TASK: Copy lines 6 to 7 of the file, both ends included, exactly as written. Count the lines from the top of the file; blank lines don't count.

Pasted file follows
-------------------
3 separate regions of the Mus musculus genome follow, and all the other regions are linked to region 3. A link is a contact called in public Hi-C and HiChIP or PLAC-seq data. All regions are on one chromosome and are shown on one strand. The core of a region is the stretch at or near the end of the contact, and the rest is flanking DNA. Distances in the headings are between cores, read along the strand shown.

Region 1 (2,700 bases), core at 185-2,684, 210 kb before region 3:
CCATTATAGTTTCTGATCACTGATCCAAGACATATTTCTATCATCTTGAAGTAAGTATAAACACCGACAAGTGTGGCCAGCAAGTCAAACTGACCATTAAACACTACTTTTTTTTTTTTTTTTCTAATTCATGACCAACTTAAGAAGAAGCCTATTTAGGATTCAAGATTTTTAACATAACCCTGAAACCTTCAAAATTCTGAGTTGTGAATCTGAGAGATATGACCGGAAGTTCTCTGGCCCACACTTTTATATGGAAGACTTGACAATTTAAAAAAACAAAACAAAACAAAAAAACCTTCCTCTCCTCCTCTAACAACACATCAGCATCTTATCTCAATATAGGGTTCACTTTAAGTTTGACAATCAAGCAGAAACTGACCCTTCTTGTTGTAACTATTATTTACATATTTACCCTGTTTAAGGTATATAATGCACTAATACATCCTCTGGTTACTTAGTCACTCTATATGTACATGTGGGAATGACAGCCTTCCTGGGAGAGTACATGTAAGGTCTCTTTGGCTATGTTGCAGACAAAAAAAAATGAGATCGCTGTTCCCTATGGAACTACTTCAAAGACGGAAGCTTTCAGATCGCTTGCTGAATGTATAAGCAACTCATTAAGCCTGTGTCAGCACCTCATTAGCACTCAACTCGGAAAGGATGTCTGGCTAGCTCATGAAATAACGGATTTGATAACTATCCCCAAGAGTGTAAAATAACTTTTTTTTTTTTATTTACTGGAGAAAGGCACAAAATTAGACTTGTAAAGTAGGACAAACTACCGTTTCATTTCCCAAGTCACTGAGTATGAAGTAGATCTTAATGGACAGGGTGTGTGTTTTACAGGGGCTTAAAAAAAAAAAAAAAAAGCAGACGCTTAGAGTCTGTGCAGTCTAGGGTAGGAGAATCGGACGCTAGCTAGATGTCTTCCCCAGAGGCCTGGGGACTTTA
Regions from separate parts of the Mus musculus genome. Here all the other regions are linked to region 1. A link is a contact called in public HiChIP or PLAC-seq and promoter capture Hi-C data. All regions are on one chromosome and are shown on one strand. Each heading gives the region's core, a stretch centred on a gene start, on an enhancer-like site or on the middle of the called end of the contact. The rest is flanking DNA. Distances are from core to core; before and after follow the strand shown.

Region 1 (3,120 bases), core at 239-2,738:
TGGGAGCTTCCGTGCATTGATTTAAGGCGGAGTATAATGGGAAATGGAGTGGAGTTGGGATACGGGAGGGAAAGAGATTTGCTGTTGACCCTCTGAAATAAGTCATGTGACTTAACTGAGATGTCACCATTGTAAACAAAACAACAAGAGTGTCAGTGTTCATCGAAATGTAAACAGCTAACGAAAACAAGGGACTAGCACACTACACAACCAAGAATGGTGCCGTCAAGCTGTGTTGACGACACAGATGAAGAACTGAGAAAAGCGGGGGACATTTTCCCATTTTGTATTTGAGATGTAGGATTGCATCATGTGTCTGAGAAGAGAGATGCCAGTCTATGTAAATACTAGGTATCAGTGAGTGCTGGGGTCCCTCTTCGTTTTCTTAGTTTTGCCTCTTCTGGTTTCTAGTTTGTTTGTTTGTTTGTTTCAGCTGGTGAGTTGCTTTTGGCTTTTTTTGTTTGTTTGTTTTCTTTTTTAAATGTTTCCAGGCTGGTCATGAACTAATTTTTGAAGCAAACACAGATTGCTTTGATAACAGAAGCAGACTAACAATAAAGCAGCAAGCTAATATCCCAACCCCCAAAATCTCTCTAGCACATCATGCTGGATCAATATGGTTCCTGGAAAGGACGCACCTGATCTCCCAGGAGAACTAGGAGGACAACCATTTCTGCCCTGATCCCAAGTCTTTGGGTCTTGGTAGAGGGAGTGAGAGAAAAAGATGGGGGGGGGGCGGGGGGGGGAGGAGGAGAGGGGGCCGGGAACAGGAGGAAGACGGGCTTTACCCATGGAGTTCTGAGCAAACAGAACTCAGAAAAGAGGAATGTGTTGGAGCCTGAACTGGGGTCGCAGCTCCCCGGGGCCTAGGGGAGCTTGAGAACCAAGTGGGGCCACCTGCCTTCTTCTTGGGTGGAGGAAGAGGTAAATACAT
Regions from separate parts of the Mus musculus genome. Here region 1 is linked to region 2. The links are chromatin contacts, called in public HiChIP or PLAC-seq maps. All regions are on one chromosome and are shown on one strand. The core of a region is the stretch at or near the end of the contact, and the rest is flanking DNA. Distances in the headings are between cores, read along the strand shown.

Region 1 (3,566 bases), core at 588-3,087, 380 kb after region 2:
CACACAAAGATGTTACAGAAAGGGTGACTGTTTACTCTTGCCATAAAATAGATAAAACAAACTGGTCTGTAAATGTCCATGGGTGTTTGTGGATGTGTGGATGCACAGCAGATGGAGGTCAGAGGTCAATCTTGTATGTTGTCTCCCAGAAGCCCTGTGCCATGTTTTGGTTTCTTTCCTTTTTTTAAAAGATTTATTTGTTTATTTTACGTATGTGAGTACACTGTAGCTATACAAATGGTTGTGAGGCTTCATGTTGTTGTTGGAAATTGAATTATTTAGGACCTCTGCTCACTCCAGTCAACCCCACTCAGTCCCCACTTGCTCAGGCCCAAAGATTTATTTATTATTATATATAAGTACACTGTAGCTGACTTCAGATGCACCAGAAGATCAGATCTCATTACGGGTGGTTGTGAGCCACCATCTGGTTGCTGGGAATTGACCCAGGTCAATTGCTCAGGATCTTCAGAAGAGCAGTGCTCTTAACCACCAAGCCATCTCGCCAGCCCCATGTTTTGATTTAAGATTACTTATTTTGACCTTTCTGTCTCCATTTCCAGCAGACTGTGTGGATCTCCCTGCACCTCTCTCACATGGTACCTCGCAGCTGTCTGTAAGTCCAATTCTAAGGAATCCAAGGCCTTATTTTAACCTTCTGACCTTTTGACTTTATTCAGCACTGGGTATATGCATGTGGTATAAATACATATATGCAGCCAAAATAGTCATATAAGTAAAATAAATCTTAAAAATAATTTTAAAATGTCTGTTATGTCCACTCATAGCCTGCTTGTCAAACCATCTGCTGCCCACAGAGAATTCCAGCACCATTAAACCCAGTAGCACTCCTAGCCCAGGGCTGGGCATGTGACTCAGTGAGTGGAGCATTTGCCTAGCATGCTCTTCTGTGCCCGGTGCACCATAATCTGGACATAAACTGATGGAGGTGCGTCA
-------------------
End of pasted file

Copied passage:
TGGGAGCTTCCGTGCATTGATTTAAGGCGGAGTATAATGGGAAATGGAGTGGAGTTGGGATACGGGAGGGAAAGAGATTTGCTGTTGACCCTCTGAAATAAGTCATGTGACTTAACTGAGATGTCACCATTGTAAACAAAACAACAAGAGTGTCAGTGTTCATCGAAATGTAAACAGCTAACGAAAACAAGGGACTAGCACACTACACAACCAAGAATGGTGCCGTCAAGCTGTGTTGACGACACAGATGAAGAACTGAGAAAAGCGGGGGACATTTTCCCATTTTGTATTTGAGATGTAGGATTGCATCATGTGTCTGAGAAGAGAGATGCCAGTCTATGTAAATACTAGGTATCAGTGAGTGCTGGGGTCCCTCTTCGTTTTCTTAGTTTTGCCTCTTCTGGTTTCTAGTTTGTTTGTTTGTTTGTTTCAGCTGGTGAGTTGCTTTTGGCTTTTTTTGTTTGTTTGTTTTCTTTTTTAAATGTTTCCAGGCTGGTCATGAACTAATTTTTGAAGCAAACACAGATTGCTTTGATAACAGAAGCAGACTAACAATAAAGCAGCAAGCTAATATCCCAACCCCCAAAATCTCTCTAGCACATCATGCTGGATCAATATGGTTCCTGGAAAGGACGCACCTGATCTCCCAGGAGAACTAGGAGGACAACCATTTCTGCCCTGATCCCAAGTCTTTGGGTCTTGGTAGAGGGAGTGAGAGAAAAAGATGGGGGGGGGGCGGGGGGGGGAGGAGGAGAGGGGGCCGGGAACAGGAGGAAGACGGGCTTTACCCATGGAGTTCTGAGCAAACAGAACTCAGAAAAGAGGAATGTGTTGGAGCCTGAACTGGGGTCGCAGCTCCCCGGGGCCTAGGGGAGCTTGAGAACCAAGTGGGGCCACCTGCCTTCTTCTTGGGTGGAGGAAGAGGTAAATACAT
Regions from separate parts of the Mus musculus genome. Here region 1 is linked to region 2. The links are chromatin contacts, called in public HiChIP or PLAC-seq maps. All regions are on one chromosome and are shown on one strand. The core of a region is the stretch at or near the end of the contact, and the rest is flanking DNA. Distances in the headings are between cores, read along the strand shown.